SAURABH JOSHI MUMBAI
The already polluted seas in Mumbai took a further beating after collision between cargo ships MSC Chitra and MV Khalijia in August 2010 and more recently after cargo vessel MV Rak sunk 20 nautical miles of Mumb
ai coast and started spewing oil. Citing the danger on marine ecology, the authorities turned to the traditional way of spraying Oil Slick Dispersants ( OSD) to contain the slick, however, environmentalists claim that its usage added to the pollution levels since dispersants are chemicals that also add to destruction of environment.
According to the Coast Guard authorities, over 3000 litres of OSDs have been sprayed to control the spreading layer of oil that has been leaking from sunken MV Rak. The condition was similar after the two ships had collided only a year ago off the Mumbai coast. Dr. Rakesh Kumar, an environment expert said, ” In case of such adverse situations, spraying OSDs is the most viable option to control the spill from spreading. However, it is important to assess the place where OSDs are being sprayed.” Experts stated that there are various species and vegetation under the water that get hampered due to presence of OSDs, which are high on phosphorous. The dispersants have been used to contain the oil spill for second consecutive year, which is cause of a concern.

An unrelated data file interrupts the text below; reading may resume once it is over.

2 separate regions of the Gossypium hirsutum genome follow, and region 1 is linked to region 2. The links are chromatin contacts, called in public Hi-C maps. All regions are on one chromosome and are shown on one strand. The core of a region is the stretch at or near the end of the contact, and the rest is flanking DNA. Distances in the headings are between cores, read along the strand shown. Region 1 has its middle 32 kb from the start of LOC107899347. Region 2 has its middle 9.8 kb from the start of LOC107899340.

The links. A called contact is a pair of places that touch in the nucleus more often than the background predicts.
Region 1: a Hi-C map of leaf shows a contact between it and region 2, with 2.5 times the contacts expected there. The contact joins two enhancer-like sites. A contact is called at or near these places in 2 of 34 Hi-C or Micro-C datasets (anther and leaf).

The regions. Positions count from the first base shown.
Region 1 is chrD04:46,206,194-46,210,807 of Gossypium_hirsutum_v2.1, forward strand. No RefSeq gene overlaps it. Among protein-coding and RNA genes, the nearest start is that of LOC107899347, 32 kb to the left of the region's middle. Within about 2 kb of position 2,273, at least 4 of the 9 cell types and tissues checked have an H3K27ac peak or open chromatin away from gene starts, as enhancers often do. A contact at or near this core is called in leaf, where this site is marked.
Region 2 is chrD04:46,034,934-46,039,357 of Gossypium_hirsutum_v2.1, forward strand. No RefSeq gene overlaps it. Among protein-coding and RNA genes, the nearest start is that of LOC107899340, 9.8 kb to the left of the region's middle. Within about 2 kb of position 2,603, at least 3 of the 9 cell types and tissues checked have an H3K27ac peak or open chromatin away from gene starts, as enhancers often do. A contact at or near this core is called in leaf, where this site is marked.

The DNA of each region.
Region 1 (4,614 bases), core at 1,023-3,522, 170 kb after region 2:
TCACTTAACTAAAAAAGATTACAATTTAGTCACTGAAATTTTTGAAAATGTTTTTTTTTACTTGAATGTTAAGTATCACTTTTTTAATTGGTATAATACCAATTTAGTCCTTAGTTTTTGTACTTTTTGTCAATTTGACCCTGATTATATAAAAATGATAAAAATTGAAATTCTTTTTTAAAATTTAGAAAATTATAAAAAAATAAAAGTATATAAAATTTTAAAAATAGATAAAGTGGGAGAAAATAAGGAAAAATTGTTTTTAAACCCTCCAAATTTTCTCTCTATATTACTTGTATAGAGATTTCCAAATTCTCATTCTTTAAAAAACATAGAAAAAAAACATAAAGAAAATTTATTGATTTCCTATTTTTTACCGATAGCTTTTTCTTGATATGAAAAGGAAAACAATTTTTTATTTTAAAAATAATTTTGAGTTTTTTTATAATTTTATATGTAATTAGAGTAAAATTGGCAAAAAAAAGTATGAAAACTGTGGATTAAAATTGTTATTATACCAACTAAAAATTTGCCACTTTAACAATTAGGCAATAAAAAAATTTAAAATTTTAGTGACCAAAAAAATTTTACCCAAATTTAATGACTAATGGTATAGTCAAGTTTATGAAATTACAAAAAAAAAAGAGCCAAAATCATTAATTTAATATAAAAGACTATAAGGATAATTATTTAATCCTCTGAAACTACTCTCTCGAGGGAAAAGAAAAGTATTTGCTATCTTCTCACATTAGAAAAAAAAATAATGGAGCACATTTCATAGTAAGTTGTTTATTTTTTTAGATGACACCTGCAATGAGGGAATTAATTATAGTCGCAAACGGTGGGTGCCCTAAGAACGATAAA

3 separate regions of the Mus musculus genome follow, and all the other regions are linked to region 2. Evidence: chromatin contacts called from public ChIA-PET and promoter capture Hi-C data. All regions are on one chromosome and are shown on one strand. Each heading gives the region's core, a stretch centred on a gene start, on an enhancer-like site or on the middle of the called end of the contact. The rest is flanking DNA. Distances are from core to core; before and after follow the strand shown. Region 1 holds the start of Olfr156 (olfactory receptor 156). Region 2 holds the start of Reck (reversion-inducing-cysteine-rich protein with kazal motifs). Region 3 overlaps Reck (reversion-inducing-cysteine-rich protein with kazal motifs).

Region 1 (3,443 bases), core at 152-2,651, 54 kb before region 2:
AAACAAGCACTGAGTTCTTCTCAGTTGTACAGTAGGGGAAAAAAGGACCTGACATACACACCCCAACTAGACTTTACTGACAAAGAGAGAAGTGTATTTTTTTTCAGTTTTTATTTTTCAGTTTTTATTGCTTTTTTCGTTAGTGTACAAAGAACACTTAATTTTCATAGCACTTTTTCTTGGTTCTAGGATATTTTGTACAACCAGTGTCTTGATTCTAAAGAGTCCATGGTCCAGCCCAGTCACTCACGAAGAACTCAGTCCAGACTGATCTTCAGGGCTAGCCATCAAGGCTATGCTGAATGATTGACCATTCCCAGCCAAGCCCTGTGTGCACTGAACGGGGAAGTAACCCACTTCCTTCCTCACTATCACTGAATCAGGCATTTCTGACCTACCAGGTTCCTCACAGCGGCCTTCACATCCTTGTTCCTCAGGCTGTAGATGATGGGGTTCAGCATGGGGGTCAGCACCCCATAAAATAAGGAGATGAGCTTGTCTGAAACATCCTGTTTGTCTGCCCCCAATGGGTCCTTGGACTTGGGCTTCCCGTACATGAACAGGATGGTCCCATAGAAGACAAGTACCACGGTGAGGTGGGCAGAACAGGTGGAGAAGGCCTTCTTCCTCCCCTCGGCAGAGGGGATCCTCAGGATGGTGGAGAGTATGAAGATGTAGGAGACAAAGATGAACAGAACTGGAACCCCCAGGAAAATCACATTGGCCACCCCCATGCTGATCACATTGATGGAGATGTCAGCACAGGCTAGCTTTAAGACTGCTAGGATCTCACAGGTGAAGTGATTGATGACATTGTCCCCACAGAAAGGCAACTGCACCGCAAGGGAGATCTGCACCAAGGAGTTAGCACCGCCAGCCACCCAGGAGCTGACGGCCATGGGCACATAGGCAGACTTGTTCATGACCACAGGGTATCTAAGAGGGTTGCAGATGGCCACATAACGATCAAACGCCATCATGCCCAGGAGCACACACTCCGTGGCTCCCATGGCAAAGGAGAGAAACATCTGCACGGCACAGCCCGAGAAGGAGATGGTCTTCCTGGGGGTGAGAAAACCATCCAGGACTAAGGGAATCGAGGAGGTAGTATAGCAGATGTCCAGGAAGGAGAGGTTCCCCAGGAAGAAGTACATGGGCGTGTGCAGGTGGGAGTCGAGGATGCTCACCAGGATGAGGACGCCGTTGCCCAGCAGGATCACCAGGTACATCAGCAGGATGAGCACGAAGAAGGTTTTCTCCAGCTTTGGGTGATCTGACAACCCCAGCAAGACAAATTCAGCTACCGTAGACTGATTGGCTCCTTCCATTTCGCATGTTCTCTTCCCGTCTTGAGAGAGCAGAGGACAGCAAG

The fishermen donalt39t go to sea during monsoons, since its the only time fish breed during the year. However, using OSDs to counter oil spillage from spreading to a larger area, adds to the higher levels of pollution in the sea, resulting in destruction of marine flora and fauna.
Dr. C S Purshottaman, Principal Scientist, Central Institute of Fisheries Education said, ” The OSDs are of various types and have composition similar to that of detergents, which act as binding agents to pollutants.
The abnormally high level of any types of pollutants affects the abnormality in growth of alt39 phytoplankton,alt39 which are microscopic plant- like organisms that form the base of the marine food web.” The growth of the Phytoplankton depends on availability of carbon dioxide, sunlight, and nutrients. But when pollutants like oil or dispersants cover the water surface, it hinders the passage of sunlight and thereby disturbs the natural process of growth and overall affects the whole cycle, leading to a long- term damage.
Environmentalists slam use of chemical dispersant sprays